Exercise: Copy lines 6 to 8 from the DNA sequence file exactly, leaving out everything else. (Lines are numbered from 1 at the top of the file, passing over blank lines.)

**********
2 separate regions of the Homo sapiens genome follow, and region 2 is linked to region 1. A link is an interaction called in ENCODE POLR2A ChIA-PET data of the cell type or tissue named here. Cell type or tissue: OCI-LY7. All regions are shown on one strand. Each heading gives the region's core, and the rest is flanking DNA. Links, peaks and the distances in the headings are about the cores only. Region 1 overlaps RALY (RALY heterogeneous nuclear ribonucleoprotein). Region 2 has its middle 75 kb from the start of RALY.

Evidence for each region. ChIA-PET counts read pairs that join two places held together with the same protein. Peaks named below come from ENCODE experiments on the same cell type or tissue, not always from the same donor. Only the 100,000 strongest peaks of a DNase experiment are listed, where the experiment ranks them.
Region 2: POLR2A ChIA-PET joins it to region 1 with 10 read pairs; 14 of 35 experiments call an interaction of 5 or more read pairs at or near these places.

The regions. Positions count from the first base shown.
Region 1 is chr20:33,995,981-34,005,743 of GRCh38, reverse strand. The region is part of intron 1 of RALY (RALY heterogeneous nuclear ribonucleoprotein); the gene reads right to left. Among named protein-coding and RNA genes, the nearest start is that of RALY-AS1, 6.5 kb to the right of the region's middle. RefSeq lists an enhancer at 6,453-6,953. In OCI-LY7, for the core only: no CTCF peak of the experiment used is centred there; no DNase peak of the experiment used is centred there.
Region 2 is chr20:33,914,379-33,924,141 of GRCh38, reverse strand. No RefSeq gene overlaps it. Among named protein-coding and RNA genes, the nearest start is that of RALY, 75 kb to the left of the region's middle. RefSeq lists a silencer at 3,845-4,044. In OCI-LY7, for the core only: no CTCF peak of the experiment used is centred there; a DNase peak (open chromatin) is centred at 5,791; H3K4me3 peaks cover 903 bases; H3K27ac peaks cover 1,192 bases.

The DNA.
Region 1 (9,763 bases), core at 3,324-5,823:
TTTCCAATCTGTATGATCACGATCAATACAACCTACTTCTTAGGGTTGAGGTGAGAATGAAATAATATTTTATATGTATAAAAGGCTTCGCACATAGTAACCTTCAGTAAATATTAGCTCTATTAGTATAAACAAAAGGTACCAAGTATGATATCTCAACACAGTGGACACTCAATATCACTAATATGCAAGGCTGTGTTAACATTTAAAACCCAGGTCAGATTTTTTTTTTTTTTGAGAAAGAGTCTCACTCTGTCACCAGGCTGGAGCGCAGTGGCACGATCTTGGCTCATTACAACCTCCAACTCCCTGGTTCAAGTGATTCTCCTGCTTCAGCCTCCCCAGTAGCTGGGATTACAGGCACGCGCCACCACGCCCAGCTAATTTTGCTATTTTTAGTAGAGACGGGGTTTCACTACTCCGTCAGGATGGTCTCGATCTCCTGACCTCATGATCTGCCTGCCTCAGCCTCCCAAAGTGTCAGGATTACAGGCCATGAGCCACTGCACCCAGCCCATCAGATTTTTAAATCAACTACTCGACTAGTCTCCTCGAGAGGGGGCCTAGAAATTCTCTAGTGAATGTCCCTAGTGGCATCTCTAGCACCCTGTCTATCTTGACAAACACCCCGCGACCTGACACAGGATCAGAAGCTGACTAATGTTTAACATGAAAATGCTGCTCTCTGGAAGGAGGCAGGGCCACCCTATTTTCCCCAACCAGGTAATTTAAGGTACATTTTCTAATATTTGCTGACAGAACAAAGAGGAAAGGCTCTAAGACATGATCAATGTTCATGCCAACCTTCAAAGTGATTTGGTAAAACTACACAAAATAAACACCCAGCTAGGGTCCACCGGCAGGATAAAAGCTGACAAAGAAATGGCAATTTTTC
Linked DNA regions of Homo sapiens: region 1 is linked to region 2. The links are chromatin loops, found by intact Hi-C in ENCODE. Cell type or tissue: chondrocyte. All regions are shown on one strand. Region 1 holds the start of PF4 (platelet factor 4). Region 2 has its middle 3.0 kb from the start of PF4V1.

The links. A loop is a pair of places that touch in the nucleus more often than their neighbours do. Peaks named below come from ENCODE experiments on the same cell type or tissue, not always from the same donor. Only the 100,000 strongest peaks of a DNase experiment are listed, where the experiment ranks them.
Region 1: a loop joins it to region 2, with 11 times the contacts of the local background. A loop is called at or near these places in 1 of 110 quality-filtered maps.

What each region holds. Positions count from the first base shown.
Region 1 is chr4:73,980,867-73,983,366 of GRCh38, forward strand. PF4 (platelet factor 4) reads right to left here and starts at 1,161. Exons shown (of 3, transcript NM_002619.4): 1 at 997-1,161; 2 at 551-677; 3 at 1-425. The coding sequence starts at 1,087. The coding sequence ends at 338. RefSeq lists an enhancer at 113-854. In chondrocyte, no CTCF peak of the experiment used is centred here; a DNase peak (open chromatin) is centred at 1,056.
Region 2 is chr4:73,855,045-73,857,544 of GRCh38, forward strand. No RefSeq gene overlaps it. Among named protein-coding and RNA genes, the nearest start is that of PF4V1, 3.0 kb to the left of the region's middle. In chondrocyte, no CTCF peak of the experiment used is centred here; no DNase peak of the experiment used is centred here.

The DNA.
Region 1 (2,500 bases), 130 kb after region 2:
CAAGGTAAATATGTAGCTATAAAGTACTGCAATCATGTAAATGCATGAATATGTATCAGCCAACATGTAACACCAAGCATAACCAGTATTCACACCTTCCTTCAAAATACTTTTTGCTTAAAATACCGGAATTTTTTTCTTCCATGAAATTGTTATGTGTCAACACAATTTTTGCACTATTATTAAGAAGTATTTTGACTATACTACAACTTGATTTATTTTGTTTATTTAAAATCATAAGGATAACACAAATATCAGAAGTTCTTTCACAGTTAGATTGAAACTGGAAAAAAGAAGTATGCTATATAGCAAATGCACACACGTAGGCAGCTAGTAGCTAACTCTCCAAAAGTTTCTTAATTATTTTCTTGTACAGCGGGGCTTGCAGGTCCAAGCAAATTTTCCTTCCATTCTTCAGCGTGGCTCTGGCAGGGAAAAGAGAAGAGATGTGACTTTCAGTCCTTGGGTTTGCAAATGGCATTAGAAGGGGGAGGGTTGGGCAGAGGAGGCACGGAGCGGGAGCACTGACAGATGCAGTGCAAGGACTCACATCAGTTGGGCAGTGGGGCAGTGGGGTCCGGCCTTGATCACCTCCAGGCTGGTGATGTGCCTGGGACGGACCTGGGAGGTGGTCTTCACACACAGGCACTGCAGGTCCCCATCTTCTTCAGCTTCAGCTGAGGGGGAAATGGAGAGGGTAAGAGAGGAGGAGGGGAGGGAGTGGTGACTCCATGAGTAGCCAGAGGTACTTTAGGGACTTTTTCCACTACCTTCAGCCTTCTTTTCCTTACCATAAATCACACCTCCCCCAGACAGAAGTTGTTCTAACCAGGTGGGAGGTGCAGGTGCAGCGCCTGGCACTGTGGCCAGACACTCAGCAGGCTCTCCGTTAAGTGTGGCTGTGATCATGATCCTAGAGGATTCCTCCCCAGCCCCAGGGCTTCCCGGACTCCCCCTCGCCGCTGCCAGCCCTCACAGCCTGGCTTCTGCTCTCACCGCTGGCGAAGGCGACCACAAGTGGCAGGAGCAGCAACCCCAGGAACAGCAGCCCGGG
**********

Region 2 is chr20:33,914,379-33,924,141 of GRCh38, reverse strand. No RefSeq gene overlaps it. Among named protein-coding and RNA genes, the nearest start is that of RALY, 75 kb to the left of the region's middle. RefSeq lists a silencer at 3,845-4,044. In OCI-LY7, for the core only: no CTCF peak of the experiment used is centred there; a DNase peak (open chromatin) is centred at 5,791; H3K4me3 peaks cover 903 bases; H3K27ac peaks cover 1,192 bases.

The DNA.
Region 1 (9,763 bases), core at 3,324-5,823: